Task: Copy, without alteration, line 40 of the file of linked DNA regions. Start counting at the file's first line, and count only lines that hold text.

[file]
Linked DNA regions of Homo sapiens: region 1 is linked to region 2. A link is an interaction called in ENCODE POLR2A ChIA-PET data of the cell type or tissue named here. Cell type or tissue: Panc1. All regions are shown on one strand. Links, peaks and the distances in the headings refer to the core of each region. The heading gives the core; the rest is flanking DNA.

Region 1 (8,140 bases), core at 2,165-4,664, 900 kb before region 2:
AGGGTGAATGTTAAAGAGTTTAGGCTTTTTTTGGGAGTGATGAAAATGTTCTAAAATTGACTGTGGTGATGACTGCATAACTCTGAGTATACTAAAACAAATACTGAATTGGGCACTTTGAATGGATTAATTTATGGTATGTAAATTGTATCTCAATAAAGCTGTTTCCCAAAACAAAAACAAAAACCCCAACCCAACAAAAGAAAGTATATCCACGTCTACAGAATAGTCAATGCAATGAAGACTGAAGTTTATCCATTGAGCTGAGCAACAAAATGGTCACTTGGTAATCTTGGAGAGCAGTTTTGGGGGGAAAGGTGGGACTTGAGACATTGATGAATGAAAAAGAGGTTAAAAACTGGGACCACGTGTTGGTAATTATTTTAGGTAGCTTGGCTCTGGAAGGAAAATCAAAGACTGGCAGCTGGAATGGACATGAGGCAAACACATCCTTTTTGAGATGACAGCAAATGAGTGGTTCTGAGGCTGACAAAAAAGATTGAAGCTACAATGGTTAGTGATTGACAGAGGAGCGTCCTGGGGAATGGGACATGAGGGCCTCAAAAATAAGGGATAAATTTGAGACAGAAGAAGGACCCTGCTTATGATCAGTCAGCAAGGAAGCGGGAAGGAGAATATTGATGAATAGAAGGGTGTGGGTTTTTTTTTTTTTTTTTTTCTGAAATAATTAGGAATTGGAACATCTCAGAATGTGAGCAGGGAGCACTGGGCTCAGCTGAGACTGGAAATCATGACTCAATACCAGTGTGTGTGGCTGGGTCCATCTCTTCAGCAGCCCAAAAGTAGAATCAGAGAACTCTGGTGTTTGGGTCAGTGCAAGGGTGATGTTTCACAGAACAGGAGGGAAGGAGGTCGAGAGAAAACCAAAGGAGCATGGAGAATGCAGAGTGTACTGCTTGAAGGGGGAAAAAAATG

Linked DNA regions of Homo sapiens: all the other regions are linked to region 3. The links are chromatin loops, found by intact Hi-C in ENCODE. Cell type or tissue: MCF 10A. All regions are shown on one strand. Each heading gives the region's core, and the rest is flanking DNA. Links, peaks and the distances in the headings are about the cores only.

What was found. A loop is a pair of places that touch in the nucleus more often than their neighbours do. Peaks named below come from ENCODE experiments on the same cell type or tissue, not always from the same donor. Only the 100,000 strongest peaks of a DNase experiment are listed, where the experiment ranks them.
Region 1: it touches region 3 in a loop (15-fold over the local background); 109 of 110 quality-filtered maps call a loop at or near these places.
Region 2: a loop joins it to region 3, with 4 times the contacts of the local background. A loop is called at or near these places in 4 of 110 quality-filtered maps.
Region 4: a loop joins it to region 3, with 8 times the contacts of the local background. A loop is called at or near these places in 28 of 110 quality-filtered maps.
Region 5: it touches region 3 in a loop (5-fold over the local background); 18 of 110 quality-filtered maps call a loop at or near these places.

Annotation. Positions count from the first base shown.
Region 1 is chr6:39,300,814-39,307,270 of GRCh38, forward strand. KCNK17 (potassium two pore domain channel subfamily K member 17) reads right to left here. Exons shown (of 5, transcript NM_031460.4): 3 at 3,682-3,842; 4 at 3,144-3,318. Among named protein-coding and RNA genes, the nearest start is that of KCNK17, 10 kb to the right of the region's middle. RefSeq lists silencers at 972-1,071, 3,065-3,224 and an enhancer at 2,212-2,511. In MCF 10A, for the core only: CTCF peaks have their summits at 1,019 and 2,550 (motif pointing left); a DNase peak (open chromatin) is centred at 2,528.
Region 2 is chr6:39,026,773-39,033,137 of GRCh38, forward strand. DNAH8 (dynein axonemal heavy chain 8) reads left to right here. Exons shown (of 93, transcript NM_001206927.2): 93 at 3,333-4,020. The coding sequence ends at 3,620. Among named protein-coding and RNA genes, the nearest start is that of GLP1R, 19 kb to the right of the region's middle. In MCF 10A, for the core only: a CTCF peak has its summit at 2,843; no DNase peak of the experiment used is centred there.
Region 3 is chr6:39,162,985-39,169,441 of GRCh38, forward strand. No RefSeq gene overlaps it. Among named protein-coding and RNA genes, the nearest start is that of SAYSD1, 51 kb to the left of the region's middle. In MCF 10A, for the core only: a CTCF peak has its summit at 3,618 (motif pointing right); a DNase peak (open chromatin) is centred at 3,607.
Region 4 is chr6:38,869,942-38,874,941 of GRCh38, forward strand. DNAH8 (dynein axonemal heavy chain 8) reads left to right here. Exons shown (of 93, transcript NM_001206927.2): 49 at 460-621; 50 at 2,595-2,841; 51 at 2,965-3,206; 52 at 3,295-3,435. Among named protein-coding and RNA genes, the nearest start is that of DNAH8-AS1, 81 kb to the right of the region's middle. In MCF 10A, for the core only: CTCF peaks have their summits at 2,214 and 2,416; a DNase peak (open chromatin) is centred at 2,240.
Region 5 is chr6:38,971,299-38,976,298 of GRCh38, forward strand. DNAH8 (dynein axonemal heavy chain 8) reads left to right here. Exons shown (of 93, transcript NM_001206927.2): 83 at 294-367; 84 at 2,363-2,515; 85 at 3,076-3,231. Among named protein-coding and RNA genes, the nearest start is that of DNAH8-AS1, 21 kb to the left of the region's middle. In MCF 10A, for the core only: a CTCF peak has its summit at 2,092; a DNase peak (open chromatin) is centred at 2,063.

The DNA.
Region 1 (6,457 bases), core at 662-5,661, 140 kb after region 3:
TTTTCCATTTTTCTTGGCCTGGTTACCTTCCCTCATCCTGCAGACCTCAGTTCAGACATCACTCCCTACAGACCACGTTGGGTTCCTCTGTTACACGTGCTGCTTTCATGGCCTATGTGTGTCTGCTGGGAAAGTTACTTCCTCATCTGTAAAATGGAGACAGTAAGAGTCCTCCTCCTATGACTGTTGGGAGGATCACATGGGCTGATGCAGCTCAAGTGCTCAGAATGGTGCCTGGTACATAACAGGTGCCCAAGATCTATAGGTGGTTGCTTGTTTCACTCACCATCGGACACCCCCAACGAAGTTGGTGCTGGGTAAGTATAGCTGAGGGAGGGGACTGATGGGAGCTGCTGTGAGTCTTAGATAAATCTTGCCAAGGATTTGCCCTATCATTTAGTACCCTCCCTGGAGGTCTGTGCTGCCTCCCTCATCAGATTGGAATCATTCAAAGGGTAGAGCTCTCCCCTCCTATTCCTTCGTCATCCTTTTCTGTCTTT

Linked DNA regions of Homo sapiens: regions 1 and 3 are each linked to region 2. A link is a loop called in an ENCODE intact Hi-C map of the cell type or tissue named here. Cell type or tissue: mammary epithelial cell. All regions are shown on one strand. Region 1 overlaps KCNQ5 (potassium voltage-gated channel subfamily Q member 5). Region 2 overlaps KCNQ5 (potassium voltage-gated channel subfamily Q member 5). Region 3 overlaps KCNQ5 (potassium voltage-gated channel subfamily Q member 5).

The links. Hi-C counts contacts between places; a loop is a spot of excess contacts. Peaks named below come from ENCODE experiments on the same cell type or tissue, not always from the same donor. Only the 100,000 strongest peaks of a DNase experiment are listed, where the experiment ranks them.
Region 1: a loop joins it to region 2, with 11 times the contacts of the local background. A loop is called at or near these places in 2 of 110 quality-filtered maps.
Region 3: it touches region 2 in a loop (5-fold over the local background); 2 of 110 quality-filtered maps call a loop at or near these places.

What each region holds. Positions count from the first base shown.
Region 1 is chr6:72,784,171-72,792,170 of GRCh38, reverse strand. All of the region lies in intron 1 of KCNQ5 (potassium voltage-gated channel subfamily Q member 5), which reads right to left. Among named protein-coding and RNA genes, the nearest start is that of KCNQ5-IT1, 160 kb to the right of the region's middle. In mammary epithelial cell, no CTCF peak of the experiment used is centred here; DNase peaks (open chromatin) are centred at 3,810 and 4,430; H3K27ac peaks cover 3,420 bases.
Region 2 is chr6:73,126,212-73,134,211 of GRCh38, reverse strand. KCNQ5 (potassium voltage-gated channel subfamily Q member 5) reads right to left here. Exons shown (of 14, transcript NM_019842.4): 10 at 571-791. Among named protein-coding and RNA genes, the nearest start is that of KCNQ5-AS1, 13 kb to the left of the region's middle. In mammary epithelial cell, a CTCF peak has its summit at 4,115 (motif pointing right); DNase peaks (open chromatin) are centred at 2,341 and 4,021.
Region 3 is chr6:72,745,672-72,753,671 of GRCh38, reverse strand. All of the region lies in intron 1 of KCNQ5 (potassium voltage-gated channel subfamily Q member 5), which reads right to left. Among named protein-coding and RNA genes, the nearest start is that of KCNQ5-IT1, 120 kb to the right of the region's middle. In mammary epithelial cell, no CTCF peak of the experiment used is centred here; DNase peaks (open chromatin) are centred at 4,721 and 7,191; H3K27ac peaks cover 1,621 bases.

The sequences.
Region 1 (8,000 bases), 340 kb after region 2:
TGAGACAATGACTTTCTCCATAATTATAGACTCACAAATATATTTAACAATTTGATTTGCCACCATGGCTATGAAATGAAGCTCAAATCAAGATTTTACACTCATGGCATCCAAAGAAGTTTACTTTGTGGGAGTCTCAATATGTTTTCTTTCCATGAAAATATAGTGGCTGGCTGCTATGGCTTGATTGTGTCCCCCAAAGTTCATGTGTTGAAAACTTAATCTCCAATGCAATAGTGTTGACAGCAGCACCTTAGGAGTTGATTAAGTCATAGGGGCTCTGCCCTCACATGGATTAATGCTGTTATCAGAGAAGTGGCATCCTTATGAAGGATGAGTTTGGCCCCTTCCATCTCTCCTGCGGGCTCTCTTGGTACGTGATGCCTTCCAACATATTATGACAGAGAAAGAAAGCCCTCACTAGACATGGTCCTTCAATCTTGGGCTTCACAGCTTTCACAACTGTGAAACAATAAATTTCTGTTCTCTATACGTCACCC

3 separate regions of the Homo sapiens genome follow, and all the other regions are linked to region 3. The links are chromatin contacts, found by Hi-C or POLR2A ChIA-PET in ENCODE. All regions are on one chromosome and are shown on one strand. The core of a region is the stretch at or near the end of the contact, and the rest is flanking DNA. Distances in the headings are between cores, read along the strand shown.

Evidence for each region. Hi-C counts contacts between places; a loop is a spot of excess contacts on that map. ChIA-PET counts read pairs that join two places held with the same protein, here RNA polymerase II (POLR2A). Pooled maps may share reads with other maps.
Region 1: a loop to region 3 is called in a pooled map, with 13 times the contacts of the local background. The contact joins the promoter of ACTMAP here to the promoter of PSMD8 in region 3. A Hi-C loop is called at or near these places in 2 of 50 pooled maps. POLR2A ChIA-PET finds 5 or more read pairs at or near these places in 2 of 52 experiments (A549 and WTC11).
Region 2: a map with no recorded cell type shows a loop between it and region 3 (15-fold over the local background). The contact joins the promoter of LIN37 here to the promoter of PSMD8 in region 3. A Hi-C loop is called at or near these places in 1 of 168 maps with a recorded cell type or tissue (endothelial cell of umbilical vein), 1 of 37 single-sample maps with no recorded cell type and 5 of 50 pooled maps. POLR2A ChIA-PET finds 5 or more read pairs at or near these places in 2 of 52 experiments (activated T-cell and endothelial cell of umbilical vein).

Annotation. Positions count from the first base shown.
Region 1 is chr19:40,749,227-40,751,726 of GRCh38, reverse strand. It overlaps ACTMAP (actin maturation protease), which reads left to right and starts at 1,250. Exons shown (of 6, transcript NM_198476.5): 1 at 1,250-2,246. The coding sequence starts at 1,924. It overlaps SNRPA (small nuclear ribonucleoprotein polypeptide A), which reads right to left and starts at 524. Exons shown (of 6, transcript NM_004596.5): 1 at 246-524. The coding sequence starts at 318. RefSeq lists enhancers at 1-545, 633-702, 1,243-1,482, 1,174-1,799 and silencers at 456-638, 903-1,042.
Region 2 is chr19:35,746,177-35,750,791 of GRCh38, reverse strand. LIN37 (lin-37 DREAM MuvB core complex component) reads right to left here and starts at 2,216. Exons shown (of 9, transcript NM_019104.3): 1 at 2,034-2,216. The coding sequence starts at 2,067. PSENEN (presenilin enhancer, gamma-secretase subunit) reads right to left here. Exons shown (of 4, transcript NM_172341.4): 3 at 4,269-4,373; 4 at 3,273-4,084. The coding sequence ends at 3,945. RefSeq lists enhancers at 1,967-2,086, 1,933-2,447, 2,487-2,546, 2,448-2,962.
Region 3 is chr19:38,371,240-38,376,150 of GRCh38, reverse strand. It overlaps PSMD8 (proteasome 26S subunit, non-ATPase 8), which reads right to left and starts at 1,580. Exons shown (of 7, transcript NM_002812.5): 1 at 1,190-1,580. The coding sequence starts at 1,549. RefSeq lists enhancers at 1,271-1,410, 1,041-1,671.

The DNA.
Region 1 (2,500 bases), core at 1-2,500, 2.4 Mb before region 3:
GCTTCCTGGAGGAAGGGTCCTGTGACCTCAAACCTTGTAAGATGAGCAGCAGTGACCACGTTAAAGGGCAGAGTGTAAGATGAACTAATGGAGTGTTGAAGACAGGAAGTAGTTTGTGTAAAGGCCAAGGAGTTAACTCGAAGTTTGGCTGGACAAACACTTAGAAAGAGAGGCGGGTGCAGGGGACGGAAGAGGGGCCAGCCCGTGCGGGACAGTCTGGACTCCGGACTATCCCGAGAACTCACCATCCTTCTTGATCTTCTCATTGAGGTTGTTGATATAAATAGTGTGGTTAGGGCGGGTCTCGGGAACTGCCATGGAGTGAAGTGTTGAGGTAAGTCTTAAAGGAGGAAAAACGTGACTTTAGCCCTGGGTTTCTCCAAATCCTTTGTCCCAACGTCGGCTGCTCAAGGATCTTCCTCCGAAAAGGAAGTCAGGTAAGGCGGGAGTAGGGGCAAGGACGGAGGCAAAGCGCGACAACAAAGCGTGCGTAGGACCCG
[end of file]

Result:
GCTTCCTGGAGGAAGGGTCCTGTGACCTCAAACCTTGTAAGATGAGCAGCAGTGACCACGTTAAAGGGCAGAGTGTAAGATGAACTAATGGAGTGTTGAAGACAGGAAGTAGTTTGTGTAAAGGCCAAGGAGTTAACTCGAAGTTTGGCTGGACAAACACTTAGAAAGAGAGGCGGGTGCAGGGGACGGAAGAGGGGCCAGCCCGTGCGGGACAGTCTGGACTCCGGACTATCCCGAGAACTCACCATCCTTCTTGATCTTCTCATTGAGGTTGTTGATATAAATAGTGTGGTTAGGGCGGGTCTCGGGAACTGCCATGGAGTGAAGTGTTGAGGTAAGTCTTAAAGGAGGAAAAACGTGACTTTAGCCCTGGGTTTCTCCAAATCCTTTGTCCCAACGTCGGCTGCTCAAGGATCTTCCTCCGAAAAGGAAGTCAGGTAAGGCGGGAGTAGGGGCAAGGACGGAGGCAAAGCGCGACAACAAAGCGTGCGTAGGACCCG